Last month, you promised that you’d continue your explanation of patents and copyrights with a rant about patents and trolls. So…? What, exactly, do you have against trolls, other than the fact that they live under bridges and threaten goats?
Been Waiting a Month
OK. So as not to disappoint, here goes!
The press has been overflowing for the past few years with breathless articles about evil “patent trolls”.¬† You see, back in the late 1990s semiconductor giant Intel was being sued for patent infringement by many patent owners. The company’s lawyer, Peter Detkin, called one of the lawyers representing the patent owners a “patent extortionist” in an article about the company, but others at Intel did not like that term. There was a contest, and Detkin, Anne Gundelfinger and Mark Davis somehow came up with “patent troll” as an alternative.
Remember the story of how the trolls hid under a bridge that they had not built, but demanded a toll from everyone who crossed?¬† Me neither. The original Norwegian folk tale is completely silent on who built the bridge, but it’s pretty clear that the goats had not done so, right? Goats lack opposable thumbs.¬† And as there is no other character in the story…but I digress. The troll term struck a chord, and came to mean a company that asserted patents on technology that they had not invented, seeking royalties. Such companies are clearly evil villains, because they don’t invent anything, and they sue other people using patents that they buy from inventors. Boo! Hiss! The media climbed on board, and there have been thousands of publications decrying the “rent seeking behavior” of the trolls. For a very entertaining overview, click here.
Fast forward to 2014, and you have bills in Congress and the President of these United States promising to do something to stop the trolls because they hurt innovation! But…do they really? Let’s think about this.
Suppose you passed a law that says that anyone who owns a piece of ground¬† and who built a building there could do only one of two things: occupy it himself, or occupy part of it, and rent the other part out. He can sell the building, but only to someone who will only occupy it – and never rent it out, because otherwise, the new owner would not be the one who built the building – he would only be seeking to collect rent.¬† He can’t move out and rent the entire building because then he would not be using what he had built, only seeking to collect rent. Oh, and the original owner would not be allowed to hire a manager by promising to pay a portion of the rent collected, and he can’t buy the building next door, since he didn’t build it. Forget real estate investment trusts that buy properties to build a portfolio – they don’t build things…they must be evil too.
So under this new law, what is a property worth? What incentive does the land-owner have to build his building if he has to live in it until he can sell it to someone who can only live in it? Easy – you’ve just reduced the value of almost every property in America by a huge amount. No one can be a real estate investor in the resale market. Period. So why would our country want to do the same thing to inventors, by limiting their ability to sell their patents? Because big companies that infringe patents are sick and tired of getting caught with their hands in the cookie jar, and can afford to create a fable and lots of press to convince us that their problem is actually our problem. Congress has taken their money that comes wrapped in that same fable, and the President knows a good story when he hears it.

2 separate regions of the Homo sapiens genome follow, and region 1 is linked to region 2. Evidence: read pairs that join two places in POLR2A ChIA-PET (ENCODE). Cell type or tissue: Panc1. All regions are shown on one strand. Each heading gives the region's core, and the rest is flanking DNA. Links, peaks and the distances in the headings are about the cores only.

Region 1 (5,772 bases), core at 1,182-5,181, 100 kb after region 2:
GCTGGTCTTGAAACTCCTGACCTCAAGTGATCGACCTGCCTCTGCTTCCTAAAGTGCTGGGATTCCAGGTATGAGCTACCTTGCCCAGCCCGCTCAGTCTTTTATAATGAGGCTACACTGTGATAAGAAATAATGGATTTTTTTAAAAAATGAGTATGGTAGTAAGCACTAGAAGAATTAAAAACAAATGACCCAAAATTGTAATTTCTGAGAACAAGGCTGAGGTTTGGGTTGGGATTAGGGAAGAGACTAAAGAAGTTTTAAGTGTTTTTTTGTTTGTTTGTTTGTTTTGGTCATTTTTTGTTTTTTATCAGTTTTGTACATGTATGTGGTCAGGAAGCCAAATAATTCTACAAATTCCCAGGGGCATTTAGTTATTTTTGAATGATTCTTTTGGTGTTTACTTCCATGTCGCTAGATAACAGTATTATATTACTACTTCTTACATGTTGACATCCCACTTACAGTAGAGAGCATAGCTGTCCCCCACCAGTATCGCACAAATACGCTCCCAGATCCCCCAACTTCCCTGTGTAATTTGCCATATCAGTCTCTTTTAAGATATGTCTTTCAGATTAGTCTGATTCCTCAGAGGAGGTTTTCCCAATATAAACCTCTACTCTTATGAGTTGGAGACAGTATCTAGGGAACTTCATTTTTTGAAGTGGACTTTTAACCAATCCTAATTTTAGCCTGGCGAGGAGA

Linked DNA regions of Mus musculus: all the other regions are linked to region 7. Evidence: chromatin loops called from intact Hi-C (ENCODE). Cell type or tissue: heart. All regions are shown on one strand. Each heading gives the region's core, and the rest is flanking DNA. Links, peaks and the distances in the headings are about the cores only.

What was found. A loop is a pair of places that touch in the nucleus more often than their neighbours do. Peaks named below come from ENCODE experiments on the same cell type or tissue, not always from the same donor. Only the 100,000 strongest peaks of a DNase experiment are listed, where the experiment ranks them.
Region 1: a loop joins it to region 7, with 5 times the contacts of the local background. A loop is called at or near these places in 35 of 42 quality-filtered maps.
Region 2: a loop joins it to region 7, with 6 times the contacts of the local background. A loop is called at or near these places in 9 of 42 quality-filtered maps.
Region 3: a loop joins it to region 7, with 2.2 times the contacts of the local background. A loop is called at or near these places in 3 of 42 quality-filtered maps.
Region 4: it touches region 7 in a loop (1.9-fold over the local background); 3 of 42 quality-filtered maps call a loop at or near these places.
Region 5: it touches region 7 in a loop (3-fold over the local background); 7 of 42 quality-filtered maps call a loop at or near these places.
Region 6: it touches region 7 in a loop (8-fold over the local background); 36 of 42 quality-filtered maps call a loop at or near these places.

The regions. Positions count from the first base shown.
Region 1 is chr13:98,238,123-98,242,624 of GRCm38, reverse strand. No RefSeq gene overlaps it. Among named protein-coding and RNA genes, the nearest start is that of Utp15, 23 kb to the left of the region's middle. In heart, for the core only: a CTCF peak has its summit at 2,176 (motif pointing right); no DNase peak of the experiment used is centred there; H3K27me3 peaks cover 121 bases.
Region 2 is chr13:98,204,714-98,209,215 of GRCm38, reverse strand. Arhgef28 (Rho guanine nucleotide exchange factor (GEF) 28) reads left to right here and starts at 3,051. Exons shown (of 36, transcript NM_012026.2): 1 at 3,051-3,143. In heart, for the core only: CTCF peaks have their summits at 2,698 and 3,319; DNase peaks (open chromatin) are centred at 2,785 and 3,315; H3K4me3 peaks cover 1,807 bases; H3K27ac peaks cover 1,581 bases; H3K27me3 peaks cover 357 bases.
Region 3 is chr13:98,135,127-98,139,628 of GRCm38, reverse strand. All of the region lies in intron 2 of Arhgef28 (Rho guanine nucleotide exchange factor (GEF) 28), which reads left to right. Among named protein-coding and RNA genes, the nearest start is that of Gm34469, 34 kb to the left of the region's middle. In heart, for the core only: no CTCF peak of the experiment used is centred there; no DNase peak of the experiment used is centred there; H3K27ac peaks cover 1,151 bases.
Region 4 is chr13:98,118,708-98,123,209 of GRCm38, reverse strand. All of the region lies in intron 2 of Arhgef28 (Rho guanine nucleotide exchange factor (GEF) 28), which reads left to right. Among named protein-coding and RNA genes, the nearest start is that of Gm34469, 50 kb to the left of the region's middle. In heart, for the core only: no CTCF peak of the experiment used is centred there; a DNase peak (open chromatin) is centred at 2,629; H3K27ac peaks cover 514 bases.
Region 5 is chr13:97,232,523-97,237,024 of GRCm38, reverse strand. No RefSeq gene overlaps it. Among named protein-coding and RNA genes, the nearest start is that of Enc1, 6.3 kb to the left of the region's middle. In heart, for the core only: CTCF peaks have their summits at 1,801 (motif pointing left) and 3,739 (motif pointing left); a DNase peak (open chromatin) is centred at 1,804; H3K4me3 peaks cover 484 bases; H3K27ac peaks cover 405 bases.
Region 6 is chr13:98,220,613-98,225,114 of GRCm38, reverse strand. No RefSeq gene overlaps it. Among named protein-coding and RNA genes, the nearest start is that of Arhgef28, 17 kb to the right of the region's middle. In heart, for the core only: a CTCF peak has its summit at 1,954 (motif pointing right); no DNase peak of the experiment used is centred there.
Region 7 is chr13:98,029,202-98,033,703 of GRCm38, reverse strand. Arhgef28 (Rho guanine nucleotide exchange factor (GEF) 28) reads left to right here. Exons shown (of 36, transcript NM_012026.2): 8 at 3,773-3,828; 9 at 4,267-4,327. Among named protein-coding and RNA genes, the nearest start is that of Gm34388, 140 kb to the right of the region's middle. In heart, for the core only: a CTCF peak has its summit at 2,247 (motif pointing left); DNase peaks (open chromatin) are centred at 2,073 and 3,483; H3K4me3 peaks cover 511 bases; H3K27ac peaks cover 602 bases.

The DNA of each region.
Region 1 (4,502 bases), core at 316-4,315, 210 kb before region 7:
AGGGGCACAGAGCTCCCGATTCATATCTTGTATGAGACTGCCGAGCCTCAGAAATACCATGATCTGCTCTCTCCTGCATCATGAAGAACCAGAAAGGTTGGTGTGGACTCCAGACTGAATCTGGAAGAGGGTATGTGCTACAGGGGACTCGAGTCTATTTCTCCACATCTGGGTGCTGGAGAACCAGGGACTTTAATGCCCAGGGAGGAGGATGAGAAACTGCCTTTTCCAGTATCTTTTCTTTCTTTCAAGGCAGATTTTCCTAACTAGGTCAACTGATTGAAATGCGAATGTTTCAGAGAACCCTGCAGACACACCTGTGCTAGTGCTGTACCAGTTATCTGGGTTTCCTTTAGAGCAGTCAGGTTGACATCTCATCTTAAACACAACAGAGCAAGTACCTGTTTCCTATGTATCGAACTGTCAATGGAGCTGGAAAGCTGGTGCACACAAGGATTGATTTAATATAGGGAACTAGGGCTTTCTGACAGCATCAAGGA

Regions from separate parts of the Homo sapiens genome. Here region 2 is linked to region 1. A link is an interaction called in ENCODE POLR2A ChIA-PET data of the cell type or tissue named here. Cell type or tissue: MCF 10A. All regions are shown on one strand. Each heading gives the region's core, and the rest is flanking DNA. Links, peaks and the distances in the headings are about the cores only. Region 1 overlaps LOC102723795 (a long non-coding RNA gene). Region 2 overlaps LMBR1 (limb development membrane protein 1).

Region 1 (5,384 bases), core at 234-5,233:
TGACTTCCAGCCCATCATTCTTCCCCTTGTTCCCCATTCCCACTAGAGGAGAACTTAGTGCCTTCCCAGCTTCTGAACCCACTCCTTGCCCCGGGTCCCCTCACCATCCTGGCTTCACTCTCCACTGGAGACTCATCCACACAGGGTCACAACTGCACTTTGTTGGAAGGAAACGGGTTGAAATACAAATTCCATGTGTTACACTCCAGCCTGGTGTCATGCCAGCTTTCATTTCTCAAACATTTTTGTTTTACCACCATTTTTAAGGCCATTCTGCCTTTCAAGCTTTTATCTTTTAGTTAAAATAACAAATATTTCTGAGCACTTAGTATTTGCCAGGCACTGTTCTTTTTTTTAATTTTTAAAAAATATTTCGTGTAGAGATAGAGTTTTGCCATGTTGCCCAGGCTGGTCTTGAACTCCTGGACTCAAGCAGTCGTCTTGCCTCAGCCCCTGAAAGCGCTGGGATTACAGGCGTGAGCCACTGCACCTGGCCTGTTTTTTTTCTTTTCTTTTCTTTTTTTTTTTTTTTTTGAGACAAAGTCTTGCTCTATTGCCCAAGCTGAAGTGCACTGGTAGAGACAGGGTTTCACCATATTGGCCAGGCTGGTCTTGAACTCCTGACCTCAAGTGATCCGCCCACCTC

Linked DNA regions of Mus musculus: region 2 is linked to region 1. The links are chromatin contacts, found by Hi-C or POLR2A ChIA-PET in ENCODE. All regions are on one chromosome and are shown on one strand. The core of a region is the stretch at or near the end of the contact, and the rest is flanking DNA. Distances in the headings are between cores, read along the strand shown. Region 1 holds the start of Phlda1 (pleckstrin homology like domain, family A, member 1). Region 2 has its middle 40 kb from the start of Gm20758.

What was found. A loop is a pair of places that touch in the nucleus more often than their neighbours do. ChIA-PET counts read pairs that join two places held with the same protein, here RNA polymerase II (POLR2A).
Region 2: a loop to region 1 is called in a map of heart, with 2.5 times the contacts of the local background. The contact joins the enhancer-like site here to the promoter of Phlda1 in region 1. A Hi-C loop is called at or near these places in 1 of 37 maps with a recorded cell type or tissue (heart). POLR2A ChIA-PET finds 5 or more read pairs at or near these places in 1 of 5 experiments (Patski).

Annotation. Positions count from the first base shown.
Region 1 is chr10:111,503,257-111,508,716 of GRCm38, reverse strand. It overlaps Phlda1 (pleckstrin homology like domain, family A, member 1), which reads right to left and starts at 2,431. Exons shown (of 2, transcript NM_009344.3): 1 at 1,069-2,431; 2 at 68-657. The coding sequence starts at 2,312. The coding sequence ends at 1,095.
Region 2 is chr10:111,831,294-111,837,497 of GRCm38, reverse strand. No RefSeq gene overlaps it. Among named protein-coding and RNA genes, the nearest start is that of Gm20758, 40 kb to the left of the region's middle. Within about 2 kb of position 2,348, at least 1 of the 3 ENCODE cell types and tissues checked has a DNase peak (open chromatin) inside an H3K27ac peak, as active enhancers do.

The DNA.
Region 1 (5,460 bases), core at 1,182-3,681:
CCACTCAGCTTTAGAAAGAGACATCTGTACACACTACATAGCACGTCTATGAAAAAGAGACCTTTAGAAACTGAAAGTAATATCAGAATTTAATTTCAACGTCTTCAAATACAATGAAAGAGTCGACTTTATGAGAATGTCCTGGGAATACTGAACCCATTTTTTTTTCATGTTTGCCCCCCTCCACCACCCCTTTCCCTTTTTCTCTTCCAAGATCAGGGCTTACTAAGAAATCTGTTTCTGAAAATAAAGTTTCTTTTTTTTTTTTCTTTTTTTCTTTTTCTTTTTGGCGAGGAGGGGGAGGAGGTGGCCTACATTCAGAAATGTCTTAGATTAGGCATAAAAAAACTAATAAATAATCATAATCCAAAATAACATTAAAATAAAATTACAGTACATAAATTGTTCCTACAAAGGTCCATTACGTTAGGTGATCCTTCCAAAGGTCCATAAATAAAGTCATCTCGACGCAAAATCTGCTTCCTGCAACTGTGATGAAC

It has been pointed out that it costs millions of dollars to defend against a patent infringement law suit, and that these suits take years to work their way through the courts. True. But the same is true of other high-stakes business litigation in many fields. It’s not only the “trolls” who suffer from our less than efficient court system: Apple and Samsung have been battling for many years, and there is no end in sight. Few call either of these companies patent trolls (some surely do), but that doesn’t stop anyone from complaining that these suits are harmful. It’s just strange that these same complainers seem to be perfectly happy to have and use the innovations that are supposed to be protected by patents, while never bothering to ask what the world would look like if nobody could raise capital by having effective patents in the first place. (For a great explanation, read William Rosen’s The Most Powerful Idea in the World)
As a registered patent attorney who has represented all kinds of inventors for more than thirty years (from garage inventors to the largest multinational corporations) and has been involved in patent licensing and sale for all of that time, the Doc can simply say that there is another, more honest definition of “patent troll” — one given by Professor R. Polk Wagner of the University of Pennsylvania School of Law, who said that a patent troll is simply anyone who would dare to sue ME for patent infringement.
So there you have it. The same old story: don’t believe everything you read on the Internet…World War I started that way.
To get the straight story on intellectual property issues, be sure to ask the attorneys at LW&H. For reasons that nobody can explain, they actually enjoy thinking about this stuff.
Until next month,
— Lawrence Husick, Esq.